Manage Funds Transfer Exposures and Fraud
Your financial institution clients have significant risk exposure when conducting funds transfers. Criminals prefer easy methods to conduct fraud that moves money quickly and makes it difficult to get back. The following outlines some basic controls that your FI clients can use for reducing risk and implementing best practices to manage funds transfer exposures and fraud.
Funds transfers represent heightened degrees of risk depending on frequency of requests, dollar amount, geographic risk considerations of the originator and beneficiaries, and relationship of the originator or beneficiary to the financial institution. Potential fraud may be identified through transaction profiling of accounts and historical activity or through methods of communication used to initiate a transfer request.
The most important part of any risk management program is to have documented policies and procedures. Many financial institutions develop easy-to-follow flow charts, which help to identify important steps and questions to ask. Policies should make clear that no funds are transferred for non-accountholders and should not be processed against uncollected and settled funds. These two items can be easily incorporated into a flow chart.
Policies should also outline dual control through segregation of duties so that no single individual can execute a transfer from beginning to end. All acceptance and authentication of transfer requests should be separated from the processing and approval of the requested transaction. In smaller institutions, where segregation is not always practical, controls should be used to ensure proper checks and balances, and to provide a second review removed from the transaction. Accountholders that have never transferred from a line of credit or conducted internal or large-dollar transfers should raise additional concerns, and policy should require elevation through levels of management.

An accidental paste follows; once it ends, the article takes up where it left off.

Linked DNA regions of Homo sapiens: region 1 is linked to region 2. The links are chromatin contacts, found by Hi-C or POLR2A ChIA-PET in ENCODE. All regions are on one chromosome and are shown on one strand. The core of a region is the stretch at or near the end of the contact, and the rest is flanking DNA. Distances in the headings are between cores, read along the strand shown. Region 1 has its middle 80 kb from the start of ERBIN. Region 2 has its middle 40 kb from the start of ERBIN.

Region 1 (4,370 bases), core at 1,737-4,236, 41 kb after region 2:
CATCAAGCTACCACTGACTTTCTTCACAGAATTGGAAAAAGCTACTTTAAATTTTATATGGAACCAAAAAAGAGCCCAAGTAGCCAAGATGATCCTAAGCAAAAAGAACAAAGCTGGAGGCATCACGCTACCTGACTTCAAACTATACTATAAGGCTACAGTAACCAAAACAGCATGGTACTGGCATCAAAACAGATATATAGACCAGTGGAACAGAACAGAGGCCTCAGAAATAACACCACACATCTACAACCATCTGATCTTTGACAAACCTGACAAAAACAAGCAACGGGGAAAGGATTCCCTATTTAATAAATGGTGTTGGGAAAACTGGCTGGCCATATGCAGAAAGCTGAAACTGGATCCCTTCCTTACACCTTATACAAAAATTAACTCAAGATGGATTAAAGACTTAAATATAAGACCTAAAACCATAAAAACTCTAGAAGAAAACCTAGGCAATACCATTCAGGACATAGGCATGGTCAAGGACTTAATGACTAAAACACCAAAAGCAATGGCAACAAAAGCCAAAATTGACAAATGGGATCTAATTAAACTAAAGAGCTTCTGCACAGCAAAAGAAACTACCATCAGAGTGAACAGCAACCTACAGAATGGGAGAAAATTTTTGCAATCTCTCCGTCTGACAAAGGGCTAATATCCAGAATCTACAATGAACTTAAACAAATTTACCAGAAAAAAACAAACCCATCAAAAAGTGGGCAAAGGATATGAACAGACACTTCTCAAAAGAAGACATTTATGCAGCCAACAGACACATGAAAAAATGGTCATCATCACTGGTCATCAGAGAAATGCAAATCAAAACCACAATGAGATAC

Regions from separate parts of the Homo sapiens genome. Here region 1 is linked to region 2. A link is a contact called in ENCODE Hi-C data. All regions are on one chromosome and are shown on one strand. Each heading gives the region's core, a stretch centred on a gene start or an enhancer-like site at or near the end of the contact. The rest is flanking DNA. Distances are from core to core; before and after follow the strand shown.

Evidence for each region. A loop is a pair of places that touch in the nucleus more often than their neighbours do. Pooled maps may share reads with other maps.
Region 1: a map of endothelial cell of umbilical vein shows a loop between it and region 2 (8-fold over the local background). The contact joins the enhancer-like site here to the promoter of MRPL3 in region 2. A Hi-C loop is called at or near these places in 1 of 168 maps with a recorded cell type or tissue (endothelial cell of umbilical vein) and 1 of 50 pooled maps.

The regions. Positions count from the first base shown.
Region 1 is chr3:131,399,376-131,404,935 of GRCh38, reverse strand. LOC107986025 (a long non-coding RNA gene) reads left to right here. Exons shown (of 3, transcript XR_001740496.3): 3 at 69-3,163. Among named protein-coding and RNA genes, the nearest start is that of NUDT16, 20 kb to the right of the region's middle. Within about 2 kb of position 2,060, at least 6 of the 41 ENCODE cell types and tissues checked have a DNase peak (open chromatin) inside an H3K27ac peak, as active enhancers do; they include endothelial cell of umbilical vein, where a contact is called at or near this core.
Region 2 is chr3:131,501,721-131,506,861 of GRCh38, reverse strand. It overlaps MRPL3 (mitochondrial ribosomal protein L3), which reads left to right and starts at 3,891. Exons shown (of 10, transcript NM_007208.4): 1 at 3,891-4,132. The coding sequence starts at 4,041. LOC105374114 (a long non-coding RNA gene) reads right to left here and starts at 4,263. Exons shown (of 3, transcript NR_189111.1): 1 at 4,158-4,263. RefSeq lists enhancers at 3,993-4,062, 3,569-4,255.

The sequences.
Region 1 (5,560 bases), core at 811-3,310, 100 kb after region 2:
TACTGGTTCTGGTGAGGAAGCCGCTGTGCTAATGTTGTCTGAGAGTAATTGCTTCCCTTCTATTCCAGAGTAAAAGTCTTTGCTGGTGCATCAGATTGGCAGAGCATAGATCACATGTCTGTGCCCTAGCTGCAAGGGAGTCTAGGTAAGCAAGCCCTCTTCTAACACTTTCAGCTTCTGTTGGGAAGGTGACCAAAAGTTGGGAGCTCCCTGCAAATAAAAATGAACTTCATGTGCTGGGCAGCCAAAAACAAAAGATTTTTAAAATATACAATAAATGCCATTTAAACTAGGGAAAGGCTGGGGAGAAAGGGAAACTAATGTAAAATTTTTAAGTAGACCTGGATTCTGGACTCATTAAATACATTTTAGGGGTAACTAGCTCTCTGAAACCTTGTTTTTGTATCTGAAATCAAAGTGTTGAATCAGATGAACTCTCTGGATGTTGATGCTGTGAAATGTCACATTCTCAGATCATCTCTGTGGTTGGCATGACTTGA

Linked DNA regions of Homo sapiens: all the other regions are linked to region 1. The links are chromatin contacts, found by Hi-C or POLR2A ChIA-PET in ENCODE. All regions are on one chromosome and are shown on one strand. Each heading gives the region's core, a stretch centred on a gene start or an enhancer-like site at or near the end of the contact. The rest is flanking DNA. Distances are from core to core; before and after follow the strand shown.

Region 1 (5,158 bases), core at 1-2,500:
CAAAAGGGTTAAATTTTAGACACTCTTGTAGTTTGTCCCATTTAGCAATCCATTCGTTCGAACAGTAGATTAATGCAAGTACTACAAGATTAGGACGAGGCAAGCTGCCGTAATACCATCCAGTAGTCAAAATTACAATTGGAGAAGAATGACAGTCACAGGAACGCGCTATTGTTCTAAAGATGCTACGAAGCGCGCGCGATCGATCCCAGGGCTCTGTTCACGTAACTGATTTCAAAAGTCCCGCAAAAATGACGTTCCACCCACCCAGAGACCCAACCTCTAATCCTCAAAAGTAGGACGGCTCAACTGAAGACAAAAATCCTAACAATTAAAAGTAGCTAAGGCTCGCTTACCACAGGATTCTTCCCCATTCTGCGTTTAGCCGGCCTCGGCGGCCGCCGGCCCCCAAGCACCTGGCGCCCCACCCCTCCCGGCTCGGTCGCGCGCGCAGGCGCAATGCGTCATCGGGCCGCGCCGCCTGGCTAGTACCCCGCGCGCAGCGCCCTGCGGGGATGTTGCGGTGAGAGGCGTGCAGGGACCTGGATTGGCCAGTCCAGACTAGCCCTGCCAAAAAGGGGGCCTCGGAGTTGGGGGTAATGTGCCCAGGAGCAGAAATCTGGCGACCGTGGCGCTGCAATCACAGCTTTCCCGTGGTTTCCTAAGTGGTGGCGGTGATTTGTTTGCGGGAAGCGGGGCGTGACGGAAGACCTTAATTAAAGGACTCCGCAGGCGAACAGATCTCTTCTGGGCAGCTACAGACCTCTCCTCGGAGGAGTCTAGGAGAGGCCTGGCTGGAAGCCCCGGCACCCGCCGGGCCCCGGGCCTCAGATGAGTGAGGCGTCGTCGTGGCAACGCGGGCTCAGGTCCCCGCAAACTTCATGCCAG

Establishing limits on transfer authority should also be a part of any policy. Limitations on who can initiate a transfer and to what limit ensures that dual control mechanisms are being utilized. At least annually, a review of all individuals should be conducted to ensure administrative restrictions are in place within systems, approval limits are reviewed and affirmed, and that those users with permissions have a logical purpose for that authority.
Providing service to accountholders is often manipulated by fraudsters in perpetrating a scam, causing erosion of established controls. Methods such as fax, phone and internet banking or e-mail are common, and advancing technological capabilities are introducing additional methods. Regardless of the method accepted by the financial institution, each should be assessed for risks and such a review should be a foundation for establishing controls. Each method may involve a different set of controls. It may be in the interest of the accountholder and the financial institution to establish a separate funds transfer agreement, especially in situations of frequent transfer activity.
Make Sure Your Financial Institution Clients Have the Right Coverage to Manage Their Funds Transfer Risk
Contact any one of the FI insurance experts below for help in making sure your FI customers have the right coverage from a strong, stable company!
VP Sales and Distribution
Jon Martin 410-372-6325
Contact: Jon Martin 410-372-6325
Jeanne Shrum 207-415-4587
Scott Harris 512-800-5393
Dave Cassel 443-987-8619
Pete Verretto 206-802-3076
Experts focused on your protection.
Products and services are provided by one or more insurance company subsidiaries of W. R. Berkley Corporation. Not all products and services are available in every jurisdiction, and the precise coverage afforded by any insurer is subject to the actual terms and conditions of the policies as issued. Certain coverages may be provided through surplus lines insurance company subsidiaries of W. R. Berkley Corporation through licensed surplus lines brokers. Surplus lines insurers do not generally participate in state guaranty funds and insureds are therefore not protected by such funds.
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